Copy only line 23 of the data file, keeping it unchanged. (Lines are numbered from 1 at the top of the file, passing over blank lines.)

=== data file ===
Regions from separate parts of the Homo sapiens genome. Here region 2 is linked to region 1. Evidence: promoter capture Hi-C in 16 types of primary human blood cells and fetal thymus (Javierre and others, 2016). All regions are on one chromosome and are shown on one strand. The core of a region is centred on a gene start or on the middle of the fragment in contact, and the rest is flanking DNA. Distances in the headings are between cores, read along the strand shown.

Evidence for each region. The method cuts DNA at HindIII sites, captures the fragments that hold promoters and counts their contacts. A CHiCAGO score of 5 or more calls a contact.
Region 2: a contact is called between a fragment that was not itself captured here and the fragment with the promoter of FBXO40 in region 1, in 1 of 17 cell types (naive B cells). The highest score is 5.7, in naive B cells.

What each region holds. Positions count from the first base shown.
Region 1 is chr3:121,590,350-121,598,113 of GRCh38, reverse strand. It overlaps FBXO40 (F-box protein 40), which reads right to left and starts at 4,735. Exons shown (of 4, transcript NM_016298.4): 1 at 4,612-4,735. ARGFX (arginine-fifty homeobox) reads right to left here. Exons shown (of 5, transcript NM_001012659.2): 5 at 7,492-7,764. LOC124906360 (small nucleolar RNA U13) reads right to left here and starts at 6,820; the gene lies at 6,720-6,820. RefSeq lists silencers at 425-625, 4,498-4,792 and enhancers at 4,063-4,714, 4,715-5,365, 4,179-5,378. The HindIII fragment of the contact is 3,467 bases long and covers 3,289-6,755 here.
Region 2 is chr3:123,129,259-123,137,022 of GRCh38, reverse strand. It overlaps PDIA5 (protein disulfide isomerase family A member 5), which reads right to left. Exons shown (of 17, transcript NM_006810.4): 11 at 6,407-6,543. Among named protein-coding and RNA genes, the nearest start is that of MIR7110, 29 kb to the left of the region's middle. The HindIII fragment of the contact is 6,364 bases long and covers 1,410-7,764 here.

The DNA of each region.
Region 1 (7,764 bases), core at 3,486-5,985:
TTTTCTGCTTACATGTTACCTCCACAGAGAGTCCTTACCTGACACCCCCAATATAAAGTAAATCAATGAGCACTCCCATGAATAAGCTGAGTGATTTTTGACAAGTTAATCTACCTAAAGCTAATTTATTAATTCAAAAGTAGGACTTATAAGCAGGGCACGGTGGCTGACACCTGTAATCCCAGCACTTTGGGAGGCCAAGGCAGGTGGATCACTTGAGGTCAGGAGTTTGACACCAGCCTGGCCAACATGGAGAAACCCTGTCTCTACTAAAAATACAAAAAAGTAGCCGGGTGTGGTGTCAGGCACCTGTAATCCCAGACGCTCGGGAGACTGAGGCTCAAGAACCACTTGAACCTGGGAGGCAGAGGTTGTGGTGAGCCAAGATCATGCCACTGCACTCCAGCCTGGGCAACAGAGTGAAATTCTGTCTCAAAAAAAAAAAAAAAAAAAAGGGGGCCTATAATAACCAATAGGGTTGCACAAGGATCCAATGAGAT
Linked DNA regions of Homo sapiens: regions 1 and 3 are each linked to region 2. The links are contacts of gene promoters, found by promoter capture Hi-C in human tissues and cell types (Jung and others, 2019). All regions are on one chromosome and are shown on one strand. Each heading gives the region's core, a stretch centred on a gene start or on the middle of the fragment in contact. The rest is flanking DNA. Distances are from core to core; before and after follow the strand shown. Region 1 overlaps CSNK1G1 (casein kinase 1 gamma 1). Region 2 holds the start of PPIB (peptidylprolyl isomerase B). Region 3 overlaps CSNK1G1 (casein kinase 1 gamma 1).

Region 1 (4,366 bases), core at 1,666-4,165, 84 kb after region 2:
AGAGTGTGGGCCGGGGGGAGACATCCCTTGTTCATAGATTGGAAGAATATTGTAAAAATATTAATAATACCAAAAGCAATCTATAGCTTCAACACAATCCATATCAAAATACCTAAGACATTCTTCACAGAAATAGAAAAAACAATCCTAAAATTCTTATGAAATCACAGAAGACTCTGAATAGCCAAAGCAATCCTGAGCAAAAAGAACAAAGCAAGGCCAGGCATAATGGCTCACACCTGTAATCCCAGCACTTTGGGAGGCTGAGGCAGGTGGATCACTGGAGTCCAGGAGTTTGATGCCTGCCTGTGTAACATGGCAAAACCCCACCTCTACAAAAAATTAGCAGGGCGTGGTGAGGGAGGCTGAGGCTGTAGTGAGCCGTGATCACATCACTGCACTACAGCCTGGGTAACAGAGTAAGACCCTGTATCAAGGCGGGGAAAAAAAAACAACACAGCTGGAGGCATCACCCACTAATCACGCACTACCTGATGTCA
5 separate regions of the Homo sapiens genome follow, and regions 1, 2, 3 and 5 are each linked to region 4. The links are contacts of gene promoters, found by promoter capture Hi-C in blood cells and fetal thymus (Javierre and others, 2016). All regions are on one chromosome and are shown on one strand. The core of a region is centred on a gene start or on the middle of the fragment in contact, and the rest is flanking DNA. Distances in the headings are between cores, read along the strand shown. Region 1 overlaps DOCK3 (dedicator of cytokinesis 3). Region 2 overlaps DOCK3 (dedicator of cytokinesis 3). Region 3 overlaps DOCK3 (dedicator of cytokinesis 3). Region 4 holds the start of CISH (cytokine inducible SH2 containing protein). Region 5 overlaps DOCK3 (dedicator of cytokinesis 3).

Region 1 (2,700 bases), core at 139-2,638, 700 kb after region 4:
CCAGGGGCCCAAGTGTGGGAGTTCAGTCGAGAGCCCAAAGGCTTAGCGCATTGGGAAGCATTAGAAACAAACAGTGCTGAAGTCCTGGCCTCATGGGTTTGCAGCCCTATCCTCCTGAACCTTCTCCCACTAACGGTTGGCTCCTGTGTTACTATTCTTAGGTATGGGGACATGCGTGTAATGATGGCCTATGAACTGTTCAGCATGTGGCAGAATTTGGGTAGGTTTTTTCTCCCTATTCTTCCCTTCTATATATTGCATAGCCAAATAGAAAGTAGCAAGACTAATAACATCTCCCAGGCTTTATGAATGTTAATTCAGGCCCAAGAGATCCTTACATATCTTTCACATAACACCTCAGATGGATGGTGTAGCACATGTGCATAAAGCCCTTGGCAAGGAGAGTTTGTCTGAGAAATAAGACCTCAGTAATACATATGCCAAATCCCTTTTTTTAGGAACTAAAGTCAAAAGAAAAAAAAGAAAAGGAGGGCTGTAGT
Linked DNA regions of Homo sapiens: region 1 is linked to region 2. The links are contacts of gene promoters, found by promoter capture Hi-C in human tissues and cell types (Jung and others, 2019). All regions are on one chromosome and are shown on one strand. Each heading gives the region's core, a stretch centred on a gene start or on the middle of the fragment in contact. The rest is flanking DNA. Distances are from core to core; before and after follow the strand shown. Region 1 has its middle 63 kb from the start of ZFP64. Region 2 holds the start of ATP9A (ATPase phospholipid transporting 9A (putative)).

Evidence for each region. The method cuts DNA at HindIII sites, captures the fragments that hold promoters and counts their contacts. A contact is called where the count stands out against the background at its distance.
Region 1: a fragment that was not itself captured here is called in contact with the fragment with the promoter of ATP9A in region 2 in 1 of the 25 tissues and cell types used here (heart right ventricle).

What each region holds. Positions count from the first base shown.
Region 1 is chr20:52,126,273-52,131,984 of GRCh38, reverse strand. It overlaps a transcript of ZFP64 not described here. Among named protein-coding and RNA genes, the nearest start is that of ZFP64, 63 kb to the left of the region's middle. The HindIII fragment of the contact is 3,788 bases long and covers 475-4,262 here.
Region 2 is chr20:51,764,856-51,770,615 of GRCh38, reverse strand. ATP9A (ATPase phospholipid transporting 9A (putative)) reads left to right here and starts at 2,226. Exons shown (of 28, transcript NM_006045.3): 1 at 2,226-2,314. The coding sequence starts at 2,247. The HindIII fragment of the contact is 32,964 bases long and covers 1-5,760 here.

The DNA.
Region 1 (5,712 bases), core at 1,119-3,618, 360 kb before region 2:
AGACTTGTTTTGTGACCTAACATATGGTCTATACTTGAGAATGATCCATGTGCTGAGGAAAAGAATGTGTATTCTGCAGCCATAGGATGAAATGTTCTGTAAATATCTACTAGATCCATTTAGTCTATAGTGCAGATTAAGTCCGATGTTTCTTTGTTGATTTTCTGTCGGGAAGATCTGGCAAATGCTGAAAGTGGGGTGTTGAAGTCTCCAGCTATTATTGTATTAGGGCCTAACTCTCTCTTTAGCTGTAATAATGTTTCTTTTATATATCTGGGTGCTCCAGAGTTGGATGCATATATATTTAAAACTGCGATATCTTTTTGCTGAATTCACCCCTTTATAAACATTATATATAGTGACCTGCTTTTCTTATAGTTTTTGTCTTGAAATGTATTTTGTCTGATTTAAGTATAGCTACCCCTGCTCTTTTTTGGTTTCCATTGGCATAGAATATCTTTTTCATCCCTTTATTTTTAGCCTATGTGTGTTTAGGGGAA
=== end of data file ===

Region 1 (5,712 bases), core at 1,119-3,618, 360 kb before region 2: